My top 3 release highlights:

  1. Improved Active Directory Integration – You can now add multiple AD domain controllers into App Volumes Manager. This is something I’ve been pushing for internally. If you don’t use load-balancers in your environment, you were only able to add in a single Domain controller which became a SPOF.
  2. Improved login & application launch performance – 30% to 50% decrease in login times.
  3. Office 365 (Office 2016) support through AppStacks

Release Notes: http://pubs.vmware.com/Release_Notes/en/appvolumes/2.12/app-volumes-212-release-notes.html
Release Blog Post: http://blogs.vmware.com/euc/2016/12/introducing-app-volumes-2-12.html

Service Level Agreements – Introduction

service_level_agreementSince joining VMware’s internal private cloud provider team and also in my role as a VCDX panelist, I’ve been involved in many conversations around Service Level Agreements (SLA). It soon became apparent that SLA’s are regularly misunderstood, miscalculated and often extremely complicated to define and monitor successfully. So I’ve set myself a challenge to find out more and articulate that back to my readers to share the knowledge.

I’ll be splitting out series of posts on this subject into serval parts. right now, I’m not sure how many parts there will be as I have a feeling the more I dig into the details, the more I’ll uncover more things to talk about. Here are some of the topics that I already know will be covered.

  • Defining a Service Level Agreement
  • Typical Service Level Agreements
    • Availability
    • Performance
    • Recoverability etc
  • How Service Level Agreements are calculated
    • Uptime
    • Login times, Access to CPU/MEM resources
    • RTO/RPO
  • How Service Level Agreements are Monitored/Reported
  • Multiple Service Level Agreements per Environment?
    • Data plane
    • Controle Plane
  • Failing to meet the Service Level Agreement

Can you think of anything else? If so, please add them to the comments below or email me and I’ll make sure they are included

Monitor Your DHCP Scopes With vRealise Log Insight

I’ve been spending some time lately figuring out ways to improve the monitoring and alerting within VMware’s Internal Horizon environments. A condition I wanted to alert on was DHCP scope exhaustion. We have many DHCP scopes globally for our virtual desktop environments and I want our support team to be alerted when we start to run low on DHCP IP addresses and in a worst case scenario, exhausted all IPs in the scope. Virtual desktops without IP addresses don’t tend to work very well.

In theory, we should never exhaust our DHCP scopes if we size and place our desktop Pools correctly. However, in practice that doesn’t always happen. Often a Pools get created with the wrong amount of desktops or the wrong network was selected on the Golden Master image, causing the new Pool to use the wrong DHCP scope. I want to know when these mistakes have been made, so we can correct them before our end users are affected.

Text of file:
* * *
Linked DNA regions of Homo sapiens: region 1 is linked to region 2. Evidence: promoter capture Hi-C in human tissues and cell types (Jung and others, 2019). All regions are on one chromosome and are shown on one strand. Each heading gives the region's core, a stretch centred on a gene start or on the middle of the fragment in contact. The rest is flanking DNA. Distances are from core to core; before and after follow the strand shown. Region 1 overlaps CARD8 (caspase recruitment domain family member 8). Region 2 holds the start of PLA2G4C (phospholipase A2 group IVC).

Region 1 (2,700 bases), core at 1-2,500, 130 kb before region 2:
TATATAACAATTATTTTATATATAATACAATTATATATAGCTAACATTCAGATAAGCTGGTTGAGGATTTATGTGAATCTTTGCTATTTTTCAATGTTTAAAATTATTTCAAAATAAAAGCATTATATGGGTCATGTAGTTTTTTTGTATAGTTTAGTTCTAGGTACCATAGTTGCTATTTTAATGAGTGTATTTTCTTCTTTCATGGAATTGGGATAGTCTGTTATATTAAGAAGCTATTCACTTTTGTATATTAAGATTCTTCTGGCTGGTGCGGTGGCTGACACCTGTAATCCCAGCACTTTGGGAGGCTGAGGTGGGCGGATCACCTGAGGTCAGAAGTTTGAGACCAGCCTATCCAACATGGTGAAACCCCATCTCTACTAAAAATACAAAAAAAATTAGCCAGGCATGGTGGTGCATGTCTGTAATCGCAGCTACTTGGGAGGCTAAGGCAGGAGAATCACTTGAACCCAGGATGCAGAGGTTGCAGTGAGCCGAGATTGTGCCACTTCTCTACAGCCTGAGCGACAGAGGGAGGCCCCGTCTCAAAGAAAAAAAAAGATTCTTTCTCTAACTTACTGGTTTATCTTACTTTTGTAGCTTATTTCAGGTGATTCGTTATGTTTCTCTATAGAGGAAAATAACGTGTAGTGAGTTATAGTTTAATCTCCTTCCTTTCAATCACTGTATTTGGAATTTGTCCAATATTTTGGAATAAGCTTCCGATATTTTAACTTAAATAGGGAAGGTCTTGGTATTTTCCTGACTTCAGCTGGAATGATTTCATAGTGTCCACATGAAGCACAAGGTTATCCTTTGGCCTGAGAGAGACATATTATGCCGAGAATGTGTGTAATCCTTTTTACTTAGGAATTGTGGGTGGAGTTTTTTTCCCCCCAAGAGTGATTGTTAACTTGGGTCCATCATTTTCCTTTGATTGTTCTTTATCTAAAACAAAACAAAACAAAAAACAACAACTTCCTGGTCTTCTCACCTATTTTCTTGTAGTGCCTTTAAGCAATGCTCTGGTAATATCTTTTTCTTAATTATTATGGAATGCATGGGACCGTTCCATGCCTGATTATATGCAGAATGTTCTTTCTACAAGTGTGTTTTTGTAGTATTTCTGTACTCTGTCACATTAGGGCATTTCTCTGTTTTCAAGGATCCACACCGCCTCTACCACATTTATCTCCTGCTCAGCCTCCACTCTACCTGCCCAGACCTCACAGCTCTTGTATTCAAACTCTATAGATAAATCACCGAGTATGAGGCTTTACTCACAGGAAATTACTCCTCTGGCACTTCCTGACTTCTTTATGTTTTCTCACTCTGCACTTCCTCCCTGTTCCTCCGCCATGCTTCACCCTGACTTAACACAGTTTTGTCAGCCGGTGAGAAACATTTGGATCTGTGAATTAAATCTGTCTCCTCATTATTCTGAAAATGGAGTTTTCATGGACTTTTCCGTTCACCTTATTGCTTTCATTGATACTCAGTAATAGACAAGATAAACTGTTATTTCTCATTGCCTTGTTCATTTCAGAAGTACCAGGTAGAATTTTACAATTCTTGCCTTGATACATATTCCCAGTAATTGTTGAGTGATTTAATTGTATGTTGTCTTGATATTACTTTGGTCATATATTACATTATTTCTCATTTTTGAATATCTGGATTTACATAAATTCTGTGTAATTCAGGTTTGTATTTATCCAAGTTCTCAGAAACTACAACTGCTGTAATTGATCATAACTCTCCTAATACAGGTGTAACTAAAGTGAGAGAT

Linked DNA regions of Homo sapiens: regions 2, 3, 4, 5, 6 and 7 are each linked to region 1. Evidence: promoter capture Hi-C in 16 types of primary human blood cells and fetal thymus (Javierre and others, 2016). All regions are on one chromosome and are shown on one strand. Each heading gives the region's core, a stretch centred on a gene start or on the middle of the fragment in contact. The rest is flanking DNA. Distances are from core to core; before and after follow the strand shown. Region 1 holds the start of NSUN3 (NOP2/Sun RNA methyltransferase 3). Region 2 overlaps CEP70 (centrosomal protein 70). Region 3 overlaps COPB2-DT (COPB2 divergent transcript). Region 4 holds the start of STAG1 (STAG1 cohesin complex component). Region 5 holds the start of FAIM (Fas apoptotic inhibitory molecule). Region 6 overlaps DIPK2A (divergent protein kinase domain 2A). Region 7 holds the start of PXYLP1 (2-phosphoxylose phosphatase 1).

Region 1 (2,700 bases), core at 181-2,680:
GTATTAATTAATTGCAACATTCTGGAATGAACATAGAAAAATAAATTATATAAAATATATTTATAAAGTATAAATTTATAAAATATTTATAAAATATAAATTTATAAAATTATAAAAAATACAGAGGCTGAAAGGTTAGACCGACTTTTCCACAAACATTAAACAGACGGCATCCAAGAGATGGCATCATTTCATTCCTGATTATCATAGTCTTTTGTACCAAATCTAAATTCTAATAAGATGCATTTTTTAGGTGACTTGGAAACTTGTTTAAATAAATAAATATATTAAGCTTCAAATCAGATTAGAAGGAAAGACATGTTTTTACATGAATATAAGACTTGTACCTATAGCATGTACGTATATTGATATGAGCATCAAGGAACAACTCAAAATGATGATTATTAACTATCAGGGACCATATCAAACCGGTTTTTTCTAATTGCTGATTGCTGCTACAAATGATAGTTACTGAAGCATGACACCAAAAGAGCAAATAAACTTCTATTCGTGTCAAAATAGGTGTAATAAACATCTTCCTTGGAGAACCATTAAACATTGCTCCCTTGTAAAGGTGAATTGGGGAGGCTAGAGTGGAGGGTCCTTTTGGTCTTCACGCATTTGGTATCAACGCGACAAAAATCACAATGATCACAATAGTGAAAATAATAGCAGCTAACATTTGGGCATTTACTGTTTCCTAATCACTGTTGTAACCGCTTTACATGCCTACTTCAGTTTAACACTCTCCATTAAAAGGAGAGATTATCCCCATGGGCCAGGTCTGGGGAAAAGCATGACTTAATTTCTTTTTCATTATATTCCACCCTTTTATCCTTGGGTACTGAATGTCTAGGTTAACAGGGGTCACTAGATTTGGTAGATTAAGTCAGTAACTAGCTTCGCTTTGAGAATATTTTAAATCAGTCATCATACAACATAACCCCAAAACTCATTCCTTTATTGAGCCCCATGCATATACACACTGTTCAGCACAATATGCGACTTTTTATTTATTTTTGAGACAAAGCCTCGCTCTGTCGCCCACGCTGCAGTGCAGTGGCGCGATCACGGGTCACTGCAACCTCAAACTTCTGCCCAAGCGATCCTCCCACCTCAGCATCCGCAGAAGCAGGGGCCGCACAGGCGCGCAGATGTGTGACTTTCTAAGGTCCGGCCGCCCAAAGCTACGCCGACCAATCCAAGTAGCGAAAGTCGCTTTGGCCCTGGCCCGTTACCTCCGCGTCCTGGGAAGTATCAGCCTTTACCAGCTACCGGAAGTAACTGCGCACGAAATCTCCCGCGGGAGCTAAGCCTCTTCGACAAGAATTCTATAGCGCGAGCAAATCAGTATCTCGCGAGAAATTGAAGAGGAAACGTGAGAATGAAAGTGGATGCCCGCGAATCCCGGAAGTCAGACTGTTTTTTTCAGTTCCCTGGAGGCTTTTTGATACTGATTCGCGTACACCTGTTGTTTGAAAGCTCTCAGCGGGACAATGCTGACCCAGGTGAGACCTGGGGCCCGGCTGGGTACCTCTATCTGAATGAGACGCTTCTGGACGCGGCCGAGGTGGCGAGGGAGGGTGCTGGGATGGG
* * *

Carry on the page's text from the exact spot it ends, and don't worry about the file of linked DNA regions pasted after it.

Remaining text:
Within our Horizon environments, we utilize vRealise Log Insight for log collect and analysis. My knowledge of Log Insight is still pretty primitive, so I engaged one of my OneCloud colleagues, Caleb Stephenson, who manages our Global Log Insight instance that processes 35 Billion events per week to figure out how we can achieve this.  Read the rest of this entry »

My VMworld 2016 Sessions

Hey, another VMworld is almost upon us, and public voting has just opened. This is your chance to make VMworld 2016 what you want it to be.

I just want to shamelessly plug two sessions that I am involved in this year, so you can all go and vote for them! Don’t forget to vote for all of the other great session that have been proposed.

#8909 Common Mistakes VCDX Candidates Make – The Panelists View

VMware Certified Design Expert (VCDX) candidates all invest a lot of time researching what they need to do to pass the VCDX certification, from preparing their submission to actually defending in front of the panel. There are great VCDX mentors in the community that can give you tips on how they passed, but rarely will you hear about mistakes candidates have made. This is your opportunity! Join two experienced VCDX panelists who have sat through countless panels, seen the mistakes that are repeated from candidate to candidate and whose insights will improve your VCDX journey.

#8648 Architecting VSAN for Horizon – the VCDX way!

Mware Horizon is a proven desktop virtualization solution that has been deployed around the world. Balancing the performance and cost of a storage solution for Horizon can be difficult and affects the overall return on investment. VMware’s Virtual Storage Area Network (VSAN) has provided architects with a new weapon in the battle for desktop virtualization. VSAN allows architects to design a low-cost high performance hybrid solution of solid state and spinning disks or all-flash for the ultimate desktop performance. VSAN now includes features such as dedupe, compression and metro clustering which provides greater options to fit your use cases. Learn from two Double VCDX’s on how to architect Horizon on a VSAN solution to provide the levels of performance your user’s need, with management simplicity that will keep your administrators happy and at a cost that will ensure your project will be a success.

Adding an ‘In Case of an Emergency’ (ICE) Contact on your Cell/Mobile Phones